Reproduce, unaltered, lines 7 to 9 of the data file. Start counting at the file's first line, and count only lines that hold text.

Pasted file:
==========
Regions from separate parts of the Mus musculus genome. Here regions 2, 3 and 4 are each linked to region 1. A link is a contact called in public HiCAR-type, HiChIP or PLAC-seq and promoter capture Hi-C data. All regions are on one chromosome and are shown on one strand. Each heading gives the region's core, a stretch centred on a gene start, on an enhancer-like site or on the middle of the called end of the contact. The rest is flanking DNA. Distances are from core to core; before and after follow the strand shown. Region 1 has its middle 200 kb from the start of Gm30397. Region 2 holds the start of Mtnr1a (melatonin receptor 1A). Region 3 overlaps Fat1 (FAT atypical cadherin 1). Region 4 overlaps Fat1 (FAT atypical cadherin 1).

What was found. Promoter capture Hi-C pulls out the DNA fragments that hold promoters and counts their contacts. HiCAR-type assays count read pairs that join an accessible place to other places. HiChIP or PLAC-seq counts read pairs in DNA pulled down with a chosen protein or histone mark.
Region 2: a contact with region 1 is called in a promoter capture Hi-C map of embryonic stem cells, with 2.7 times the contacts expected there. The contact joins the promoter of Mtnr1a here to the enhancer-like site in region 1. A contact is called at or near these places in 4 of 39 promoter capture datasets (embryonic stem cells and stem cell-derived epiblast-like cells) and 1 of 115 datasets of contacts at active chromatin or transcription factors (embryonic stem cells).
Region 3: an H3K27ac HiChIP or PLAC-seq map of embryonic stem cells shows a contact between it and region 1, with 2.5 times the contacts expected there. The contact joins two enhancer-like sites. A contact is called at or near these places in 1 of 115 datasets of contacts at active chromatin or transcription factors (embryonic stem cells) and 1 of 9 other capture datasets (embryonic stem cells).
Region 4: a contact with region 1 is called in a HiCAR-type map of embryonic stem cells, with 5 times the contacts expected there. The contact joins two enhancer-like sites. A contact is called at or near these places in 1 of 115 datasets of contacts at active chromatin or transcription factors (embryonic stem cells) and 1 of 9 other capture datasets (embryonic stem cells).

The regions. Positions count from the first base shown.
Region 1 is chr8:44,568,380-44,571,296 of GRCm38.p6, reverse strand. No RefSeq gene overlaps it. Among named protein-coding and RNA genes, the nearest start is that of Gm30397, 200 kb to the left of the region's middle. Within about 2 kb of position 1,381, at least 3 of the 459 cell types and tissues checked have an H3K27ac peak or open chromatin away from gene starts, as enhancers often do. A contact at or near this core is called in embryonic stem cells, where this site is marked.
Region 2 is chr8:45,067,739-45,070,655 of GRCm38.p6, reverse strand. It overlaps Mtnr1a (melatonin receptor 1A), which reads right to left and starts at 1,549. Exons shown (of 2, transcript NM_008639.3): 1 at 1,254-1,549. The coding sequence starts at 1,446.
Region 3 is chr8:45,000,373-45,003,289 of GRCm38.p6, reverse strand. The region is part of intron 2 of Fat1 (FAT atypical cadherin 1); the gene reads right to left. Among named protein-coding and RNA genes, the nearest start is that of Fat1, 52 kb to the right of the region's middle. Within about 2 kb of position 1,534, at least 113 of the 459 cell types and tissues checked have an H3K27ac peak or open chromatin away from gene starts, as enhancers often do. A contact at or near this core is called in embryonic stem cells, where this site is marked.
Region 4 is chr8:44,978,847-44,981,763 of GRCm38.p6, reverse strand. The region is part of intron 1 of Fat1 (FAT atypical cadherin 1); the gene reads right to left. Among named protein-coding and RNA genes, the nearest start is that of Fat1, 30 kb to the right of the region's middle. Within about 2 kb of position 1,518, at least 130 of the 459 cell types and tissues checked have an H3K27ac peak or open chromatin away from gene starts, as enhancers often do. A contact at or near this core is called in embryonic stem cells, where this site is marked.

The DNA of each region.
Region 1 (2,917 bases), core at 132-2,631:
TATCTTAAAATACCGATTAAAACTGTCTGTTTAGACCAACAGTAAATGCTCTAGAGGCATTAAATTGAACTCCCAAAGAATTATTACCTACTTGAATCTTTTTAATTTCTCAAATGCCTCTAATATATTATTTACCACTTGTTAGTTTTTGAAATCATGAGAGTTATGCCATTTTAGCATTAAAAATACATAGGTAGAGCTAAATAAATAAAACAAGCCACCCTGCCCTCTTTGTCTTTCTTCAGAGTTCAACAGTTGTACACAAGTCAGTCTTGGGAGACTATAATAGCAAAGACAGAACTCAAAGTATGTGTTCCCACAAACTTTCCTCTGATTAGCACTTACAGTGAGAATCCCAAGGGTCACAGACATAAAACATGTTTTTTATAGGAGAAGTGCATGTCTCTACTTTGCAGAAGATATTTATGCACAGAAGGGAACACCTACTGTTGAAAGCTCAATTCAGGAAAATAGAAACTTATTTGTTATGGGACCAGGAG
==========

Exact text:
Region 1 is chr8:44,568,380-44,571,296 of GRCm38.p6, reverse strand. No RefSeq gene overlaps it. Among named protein-coding and RNA genes, the nearest start is that of Gm30397, 200 kb to the left of the region's middle. Within about 2 kb of position 1,381, at least 3 of the 459 cell types and tissues checked have an H3K27ac peak or open chromatin away from gene starts, as enhancers often do. A contact at or near this core is called in embryonic stem cells, where this site is marked.
Region 2 is chr8:45,067,739-45,070,655 of GRCm38.p6, reverse strand. It overlaps Mtnr1a (melatonin receptor 1A), which reads right to left and starts at 1,549. Exons shown (of 2, transcript NM_008639.3): 1 at 1,254-1,549. The coding sequence starts at 1,446.
Region 3 is chr8:45,000,373-45,003,289 of GRCm38.p6, reverse strand. The region is part of intron 2 of Fat1 (FAT atypical cadherin 1); the gene reads right to left. Among named protein-coding and RNA genes, the nearest start is that of Fat1, 52 kb to the right of the region's middle. Within about 2 kb of position 1,534, at least 113 of the 459 cell types and tissues checked have an H3K27ac peak or open chromatin away from gene starts, as enhancers often do. A contact at or near this core is called in embryonic stem cells, where this site is marked.